We must also stop the violence that impacts our communities and our families; violence exterior to our communities as well as violence from within. Notably, we change that which puts us most at risk through clean and sober living as a foundation of community and our definition of leadership. We must also protect our culture, our communities and our lands from the abuse and the degradation that we all experience. Stopping the violence from within—be it domestic violence or child abuse—is vital in this effort. We must not forget the chipping away of our tribal rights and the ill-treatment of our people. This occurs not only through the outside dominant society, but from within our own communities through something known as “identification with the aggressor”. Our work must not only be on healing the wounds but must include attention to our experience of who we are as a people.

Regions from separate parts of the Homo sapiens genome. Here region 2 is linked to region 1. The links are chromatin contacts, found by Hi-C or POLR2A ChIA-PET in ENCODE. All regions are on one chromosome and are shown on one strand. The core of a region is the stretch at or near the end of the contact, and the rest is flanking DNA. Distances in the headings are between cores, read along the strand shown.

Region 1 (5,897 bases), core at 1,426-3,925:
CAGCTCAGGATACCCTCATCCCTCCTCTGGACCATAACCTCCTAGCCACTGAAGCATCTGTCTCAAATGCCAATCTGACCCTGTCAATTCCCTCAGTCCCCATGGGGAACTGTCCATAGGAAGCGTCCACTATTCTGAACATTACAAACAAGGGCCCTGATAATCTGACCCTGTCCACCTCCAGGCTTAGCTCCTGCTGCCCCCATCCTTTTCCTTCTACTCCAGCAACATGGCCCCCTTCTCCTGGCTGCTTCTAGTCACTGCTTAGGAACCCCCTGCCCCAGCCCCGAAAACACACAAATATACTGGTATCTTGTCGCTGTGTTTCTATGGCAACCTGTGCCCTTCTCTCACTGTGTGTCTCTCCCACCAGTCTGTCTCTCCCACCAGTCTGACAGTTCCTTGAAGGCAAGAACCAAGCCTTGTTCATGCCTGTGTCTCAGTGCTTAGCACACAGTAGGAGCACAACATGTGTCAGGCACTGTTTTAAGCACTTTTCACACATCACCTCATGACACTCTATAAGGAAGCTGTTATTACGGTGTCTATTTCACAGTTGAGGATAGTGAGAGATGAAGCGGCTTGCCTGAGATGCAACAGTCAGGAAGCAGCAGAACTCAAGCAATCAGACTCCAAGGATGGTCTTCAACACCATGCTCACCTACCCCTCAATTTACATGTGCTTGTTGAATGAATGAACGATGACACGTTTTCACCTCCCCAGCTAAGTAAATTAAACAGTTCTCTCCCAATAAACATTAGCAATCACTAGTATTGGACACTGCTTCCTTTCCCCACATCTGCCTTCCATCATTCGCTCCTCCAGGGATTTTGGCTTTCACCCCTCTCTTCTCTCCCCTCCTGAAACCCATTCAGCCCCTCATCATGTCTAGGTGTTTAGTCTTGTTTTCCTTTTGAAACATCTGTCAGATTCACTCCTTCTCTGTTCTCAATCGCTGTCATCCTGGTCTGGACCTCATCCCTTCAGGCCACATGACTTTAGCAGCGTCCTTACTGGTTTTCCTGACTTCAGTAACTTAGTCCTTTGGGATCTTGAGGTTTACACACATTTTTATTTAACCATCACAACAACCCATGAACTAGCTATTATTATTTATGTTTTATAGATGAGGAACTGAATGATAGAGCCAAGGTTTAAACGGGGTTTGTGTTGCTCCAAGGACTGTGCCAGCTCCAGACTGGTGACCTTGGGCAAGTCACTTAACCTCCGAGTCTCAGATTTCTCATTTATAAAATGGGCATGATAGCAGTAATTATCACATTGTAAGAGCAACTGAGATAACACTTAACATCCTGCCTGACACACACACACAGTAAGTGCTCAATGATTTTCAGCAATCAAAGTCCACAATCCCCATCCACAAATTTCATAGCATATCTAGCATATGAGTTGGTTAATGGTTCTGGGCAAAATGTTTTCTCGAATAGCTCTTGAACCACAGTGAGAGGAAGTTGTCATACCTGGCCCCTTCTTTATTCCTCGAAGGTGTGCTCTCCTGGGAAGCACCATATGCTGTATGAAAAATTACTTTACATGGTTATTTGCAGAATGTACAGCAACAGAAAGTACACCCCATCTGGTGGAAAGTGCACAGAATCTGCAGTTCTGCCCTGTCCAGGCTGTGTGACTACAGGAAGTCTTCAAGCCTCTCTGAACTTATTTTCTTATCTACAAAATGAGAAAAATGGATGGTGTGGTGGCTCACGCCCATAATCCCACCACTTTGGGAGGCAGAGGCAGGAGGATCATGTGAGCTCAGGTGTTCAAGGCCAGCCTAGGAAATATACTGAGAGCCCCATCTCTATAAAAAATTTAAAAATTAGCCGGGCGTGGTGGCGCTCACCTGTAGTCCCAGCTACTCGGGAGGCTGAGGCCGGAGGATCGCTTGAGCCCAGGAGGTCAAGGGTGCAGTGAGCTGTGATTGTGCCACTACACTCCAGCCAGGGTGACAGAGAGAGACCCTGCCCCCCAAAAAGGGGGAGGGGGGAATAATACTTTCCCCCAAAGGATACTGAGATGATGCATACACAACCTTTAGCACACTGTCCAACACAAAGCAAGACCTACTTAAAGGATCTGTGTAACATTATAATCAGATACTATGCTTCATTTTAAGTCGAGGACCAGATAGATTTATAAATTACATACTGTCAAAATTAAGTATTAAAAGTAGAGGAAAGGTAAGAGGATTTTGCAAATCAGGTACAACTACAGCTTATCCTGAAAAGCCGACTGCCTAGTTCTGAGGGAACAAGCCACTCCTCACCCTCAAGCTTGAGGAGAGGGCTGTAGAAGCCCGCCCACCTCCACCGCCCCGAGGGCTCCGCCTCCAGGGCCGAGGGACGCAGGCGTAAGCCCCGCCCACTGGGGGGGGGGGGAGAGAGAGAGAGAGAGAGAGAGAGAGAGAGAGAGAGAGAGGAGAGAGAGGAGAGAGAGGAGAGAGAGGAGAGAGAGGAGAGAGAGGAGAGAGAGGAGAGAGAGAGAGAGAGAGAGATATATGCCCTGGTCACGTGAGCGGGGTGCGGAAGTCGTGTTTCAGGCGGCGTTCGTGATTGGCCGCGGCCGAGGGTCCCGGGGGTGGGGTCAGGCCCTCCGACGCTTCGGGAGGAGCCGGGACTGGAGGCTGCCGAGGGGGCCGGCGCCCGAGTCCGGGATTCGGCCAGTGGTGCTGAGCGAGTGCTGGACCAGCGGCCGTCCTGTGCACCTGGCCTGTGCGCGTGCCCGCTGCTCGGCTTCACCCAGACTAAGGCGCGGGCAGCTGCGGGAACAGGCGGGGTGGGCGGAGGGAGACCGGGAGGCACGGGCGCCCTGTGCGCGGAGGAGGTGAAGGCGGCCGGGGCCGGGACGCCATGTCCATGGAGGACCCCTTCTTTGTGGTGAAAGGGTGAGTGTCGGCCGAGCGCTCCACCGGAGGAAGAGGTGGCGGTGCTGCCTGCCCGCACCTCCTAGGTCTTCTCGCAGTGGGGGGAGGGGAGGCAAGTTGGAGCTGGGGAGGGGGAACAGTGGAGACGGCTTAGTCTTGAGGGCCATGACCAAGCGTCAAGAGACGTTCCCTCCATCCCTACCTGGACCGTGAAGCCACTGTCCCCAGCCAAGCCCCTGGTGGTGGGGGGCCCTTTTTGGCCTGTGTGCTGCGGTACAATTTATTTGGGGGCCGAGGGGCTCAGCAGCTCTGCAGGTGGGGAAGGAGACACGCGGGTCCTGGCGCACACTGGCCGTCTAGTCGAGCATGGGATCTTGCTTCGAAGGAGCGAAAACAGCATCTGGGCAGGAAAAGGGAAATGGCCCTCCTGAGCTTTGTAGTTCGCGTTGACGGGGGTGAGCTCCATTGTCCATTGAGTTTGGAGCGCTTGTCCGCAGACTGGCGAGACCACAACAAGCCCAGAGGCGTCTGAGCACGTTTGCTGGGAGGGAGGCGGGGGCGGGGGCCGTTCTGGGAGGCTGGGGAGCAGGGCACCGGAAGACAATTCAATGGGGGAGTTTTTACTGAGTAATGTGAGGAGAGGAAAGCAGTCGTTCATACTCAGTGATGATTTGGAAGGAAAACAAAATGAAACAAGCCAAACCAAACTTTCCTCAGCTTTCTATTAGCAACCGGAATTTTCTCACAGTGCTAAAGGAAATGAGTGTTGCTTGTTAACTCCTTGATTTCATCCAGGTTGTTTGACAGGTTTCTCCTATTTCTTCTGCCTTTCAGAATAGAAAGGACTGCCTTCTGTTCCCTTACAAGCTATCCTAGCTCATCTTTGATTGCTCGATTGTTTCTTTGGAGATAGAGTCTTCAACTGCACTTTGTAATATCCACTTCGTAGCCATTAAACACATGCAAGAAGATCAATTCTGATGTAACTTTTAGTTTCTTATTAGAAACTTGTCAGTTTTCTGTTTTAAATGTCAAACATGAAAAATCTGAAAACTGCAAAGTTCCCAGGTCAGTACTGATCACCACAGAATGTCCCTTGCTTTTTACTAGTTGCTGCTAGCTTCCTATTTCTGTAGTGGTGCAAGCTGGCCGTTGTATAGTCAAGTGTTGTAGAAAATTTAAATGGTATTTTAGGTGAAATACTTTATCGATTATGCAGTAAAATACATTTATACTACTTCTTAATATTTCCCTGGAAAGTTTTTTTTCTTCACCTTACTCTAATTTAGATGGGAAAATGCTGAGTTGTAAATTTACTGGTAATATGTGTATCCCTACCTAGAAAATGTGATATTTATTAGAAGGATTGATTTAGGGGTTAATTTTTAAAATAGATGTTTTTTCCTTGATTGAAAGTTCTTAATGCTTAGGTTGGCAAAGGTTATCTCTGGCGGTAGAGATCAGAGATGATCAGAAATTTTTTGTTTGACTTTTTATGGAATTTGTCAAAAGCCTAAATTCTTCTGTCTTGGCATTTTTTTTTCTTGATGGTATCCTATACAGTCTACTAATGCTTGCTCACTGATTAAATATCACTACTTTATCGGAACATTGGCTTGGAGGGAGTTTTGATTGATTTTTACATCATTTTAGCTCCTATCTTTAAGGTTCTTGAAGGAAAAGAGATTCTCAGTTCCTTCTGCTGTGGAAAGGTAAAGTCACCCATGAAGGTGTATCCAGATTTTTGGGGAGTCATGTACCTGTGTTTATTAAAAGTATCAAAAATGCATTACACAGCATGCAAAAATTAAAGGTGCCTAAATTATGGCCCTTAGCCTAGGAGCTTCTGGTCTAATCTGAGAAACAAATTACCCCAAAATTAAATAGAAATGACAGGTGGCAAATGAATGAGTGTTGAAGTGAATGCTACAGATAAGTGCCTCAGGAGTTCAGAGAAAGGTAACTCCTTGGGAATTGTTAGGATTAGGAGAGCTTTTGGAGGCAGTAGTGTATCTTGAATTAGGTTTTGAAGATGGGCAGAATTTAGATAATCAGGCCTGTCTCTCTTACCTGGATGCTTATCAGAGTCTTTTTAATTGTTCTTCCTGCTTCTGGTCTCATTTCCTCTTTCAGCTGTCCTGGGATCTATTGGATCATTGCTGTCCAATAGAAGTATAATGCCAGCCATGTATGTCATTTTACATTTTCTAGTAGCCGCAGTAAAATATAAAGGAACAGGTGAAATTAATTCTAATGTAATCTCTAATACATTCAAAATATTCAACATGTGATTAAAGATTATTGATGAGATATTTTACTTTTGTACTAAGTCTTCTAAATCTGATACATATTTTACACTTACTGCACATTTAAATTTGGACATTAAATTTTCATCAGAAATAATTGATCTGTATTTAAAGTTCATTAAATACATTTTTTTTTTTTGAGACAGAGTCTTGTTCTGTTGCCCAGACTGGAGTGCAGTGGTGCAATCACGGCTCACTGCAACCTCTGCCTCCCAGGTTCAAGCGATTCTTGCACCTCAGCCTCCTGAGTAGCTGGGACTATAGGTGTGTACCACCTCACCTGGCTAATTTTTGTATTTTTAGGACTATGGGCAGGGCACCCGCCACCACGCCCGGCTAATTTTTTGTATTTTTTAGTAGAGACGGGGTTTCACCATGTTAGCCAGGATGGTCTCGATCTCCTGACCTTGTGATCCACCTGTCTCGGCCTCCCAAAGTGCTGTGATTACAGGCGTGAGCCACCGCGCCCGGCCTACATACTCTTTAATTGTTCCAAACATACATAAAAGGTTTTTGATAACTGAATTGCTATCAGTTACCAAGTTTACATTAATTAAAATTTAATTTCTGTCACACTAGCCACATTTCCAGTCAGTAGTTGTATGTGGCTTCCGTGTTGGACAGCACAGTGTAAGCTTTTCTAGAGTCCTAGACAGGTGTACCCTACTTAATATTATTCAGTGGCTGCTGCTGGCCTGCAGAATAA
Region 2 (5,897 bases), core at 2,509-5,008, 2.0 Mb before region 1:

So what do we do to change this experience and to put our families on a path of a strong future and a vibrant community? In many of our communities, this work is already begun. We center ourselves culturally. We focus ourselves spiritually. We work together toward community wellness. We increase our safety by addressing the risks to our families and by nurturing the spirit of our families and communities. Clearly the time is now to act upon these issues as our communities and our children need our help. What is that help? Our help started with the prayers of our elders, that we must protect the legacy and the right of our future generations. So generally, if we are to survive in America, we must be concerned for how we are to act in that survival and how we will exist as a people rather than blaming the aggressors (wherever they might be) or ourselves for the violence that we’ve experienced on many levels. Our efforts are best spent in stopping the violence and building on the healthy strength and the healthy culture that was given to us in the beginning of time.